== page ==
“Design review does delve into the planning framework, perhaps a little more forensically than some proponents would imagine that it should, but it is important that the State Design Review Panel is actually reviewing a proposal that the Commission is, within reason, able to approve,” he said. “Granted that Part 17 of the legislation bestows upon the Commission a perceived seemingly unlimited level of discretion, the reality is that the discretion must be exercised responsibly.

“By way of example the State Design Review Panel has reviewed some projects 4 or 5 times before an application is lodged and prior to the proponent having actually addressed the planning framework. This is an inordinate waste of resources within the State Development Assessment Unit and the State Design Review Panel and actually costs your clients more time and money.

“Before applying to come into the Part 17 pathway it would be expected that preliminary investigations have been completed to identify what the constraints to development might be for your client’s site and that this information has informed the appropriate scale, form and design approach for the development and the appropriate uses for the site.

“It is also timely to inform you that for applications using the State Design Review Panel for Part 17 reviews, the ‘traffic lights’ mechanism in reports will no longer be used. The Government Architect and SDRP support sdrp@dplh.wa.gov.au welcome your feedback on this approach to help inform future process improvements.

“My very simple message is to request that you please apply to come into the Part 17 pathway with a degree of clarification as to how your project will be financed to ensure that substantial commencement can occur within the timeframes likely to be granted by the Commission [up to 24-months], how it might comply with the applicable planning framework and then how it may benefit from a reasonable exercise of discretion, if required.”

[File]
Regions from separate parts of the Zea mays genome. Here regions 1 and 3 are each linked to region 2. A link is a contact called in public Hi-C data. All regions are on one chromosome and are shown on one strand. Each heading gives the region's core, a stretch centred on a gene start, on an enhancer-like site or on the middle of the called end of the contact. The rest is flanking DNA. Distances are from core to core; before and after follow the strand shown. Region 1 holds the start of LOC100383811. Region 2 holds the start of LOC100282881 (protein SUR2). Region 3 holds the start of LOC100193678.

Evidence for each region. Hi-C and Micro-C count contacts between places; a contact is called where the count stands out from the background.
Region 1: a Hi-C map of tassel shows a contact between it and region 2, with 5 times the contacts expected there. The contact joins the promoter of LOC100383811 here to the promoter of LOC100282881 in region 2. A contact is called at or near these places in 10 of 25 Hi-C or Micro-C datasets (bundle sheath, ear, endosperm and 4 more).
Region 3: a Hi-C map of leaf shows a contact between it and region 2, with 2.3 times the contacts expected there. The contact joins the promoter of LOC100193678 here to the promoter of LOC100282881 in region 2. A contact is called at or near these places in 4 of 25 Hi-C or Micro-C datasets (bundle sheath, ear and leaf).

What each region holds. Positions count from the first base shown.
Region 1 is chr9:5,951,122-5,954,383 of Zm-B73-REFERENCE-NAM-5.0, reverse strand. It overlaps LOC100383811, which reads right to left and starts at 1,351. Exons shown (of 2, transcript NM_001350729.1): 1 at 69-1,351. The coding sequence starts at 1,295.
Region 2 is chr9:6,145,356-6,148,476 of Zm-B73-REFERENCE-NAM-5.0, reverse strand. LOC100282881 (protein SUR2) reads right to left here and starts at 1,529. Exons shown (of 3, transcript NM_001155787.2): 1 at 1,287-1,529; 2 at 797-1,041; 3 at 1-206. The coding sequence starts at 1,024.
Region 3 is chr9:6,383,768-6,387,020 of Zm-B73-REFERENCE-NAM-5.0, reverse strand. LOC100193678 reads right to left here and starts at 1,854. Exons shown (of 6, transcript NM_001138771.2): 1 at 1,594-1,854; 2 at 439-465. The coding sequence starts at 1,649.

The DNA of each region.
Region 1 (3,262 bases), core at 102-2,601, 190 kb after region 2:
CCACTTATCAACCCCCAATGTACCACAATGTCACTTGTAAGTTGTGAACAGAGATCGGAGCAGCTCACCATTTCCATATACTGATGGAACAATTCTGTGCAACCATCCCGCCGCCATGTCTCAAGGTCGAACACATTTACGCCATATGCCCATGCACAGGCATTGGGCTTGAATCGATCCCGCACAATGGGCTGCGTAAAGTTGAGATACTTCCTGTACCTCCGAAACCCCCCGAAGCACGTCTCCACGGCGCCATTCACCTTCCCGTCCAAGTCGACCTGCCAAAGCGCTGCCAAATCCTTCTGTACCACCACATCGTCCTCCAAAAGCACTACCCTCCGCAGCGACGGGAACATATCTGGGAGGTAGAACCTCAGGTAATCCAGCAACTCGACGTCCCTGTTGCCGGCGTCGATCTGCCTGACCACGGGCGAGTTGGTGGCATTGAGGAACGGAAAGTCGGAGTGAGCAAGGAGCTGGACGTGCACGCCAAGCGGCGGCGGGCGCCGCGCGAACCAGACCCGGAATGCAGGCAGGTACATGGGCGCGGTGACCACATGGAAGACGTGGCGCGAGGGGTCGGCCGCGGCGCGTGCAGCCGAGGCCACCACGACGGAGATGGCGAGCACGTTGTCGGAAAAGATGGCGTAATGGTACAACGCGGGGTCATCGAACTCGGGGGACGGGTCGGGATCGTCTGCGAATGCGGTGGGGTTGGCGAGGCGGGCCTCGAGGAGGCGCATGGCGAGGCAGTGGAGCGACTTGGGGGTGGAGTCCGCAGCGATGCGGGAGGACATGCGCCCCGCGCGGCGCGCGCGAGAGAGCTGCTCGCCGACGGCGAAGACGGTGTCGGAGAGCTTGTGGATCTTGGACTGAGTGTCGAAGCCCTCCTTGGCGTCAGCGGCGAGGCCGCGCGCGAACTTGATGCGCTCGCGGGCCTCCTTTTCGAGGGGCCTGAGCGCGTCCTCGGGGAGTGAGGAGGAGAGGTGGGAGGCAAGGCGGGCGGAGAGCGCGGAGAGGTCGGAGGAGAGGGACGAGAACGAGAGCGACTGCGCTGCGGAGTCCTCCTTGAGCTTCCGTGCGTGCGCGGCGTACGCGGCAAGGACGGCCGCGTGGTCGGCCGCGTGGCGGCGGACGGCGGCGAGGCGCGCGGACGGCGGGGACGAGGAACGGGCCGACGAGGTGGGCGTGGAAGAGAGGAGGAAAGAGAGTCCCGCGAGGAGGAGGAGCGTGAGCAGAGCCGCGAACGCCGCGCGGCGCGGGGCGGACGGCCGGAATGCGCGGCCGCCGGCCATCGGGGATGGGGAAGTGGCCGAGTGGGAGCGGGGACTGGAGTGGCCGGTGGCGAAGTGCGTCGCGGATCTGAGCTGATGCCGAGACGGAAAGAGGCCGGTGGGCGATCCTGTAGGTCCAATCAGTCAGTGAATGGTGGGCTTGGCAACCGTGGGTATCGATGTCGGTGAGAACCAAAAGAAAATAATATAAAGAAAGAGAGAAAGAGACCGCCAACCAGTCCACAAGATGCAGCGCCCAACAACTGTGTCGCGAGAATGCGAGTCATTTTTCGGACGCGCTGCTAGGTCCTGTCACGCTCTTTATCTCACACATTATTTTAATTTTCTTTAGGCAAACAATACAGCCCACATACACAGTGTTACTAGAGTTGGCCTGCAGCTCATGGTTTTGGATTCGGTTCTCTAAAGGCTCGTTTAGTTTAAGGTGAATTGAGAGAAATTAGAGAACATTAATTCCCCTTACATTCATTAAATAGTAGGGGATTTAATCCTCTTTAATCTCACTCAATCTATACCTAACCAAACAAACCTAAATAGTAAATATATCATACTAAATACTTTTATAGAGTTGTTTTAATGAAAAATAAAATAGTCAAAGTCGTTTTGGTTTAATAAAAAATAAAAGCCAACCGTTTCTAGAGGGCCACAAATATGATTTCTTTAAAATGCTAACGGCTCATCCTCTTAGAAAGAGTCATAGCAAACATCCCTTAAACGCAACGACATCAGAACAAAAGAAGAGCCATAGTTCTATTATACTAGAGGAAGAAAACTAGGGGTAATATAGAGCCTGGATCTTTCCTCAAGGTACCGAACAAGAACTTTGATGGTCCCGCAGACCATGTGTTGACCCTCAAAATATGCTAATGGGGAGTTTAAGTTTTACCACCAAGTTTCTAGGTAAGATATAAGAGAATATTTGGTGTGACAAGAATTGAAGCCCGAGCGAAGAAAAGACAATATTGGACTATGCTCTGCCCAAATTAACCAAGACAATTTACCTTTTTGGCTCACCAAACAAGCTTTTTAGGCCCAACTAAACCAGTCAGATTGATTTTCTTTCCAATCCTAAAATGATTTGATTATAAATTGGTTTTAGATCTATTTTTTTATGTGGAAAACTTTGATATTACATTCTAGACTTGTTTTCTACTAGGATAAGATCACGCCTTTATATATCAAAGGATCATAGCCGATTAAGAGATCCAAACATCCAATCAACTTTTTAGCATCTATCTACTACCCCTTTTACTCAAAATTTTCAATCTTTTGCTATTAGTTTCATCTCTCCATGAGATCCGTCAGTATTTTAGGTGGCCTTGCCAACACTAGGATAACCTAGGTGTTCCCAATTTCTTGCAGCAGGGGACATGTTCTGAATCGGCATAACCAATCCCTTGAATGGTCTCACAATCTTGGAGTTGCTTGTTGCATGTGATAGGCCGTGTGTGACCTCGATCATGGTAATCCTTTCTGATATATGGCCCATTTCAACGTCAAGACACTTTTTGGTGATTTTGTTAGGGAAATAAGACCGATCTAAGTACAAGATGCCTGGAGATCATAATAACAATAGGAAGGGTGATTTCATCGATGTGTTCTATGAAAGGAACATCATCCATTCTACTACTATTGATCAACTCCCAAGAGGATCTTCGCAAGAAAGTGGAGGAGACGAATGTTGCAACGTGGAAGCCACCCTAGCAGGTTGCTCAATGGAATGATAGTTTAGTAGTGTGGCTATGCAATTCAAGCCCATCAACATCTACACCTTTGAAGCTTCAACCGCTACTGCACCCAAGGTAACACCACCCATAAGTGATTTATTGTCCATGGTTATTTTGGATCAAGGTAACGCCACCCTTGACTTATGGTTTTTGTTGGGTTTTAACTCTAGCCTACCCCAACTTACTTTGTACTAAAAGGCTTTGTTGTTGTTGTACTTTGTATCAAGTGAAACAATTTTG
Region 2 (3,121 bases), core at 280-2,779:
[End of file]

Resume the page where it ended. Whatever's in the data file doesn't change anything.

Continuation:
Bushfire Framework Review update

As part of the Bushfire Review Framework, the CSIRO is continuing to analyse sample maps to aid the creation of a draft new Map of Bushfire Prone Areas, for the whole State.

The draft new Map, and revised State Planning Policy 3.7 Planning in Bushfire Prone Areas (SPP 3.7) and associated Guidelines for Planning in Bushfire Prone Areas (Guidelines), are expected to be released for public consultation later in 2021.

As part of the ongoing review of the bushfire policy framework, the Western Australian Planning Commission is considering Version 1.4 of the Guidelines, which is anticipated to be published following the March State Government election.

Changes from Version 1.3 include:

  • a revised Element 4 – Water
  • adding the Position Statement: Tourism land uses in bushfire prone areas into a new Element 5 – Tourism Land uses bushfire protection criteria and rescinding the Position Statement
  • adapting section ‘5 Exemptions’ from Planning Bulletin 111/2016 – Planning in Bushfire Prone Areas (PB 111/2016) into section ‘2.6 Discretionary decision-making’ and rescinding PB 111/2016
  • adding a new section ‘2.7 Legacy approvals issued prior to SPP 3.7 (2015) that inform subsequent stages of the planning process’, to provide guidance for discretionary decision-making for legacy sites
  • a number of minor amendments.

A review of Element 3 – Access is continuing and will be included in the next version (1.5) of the Guidelines.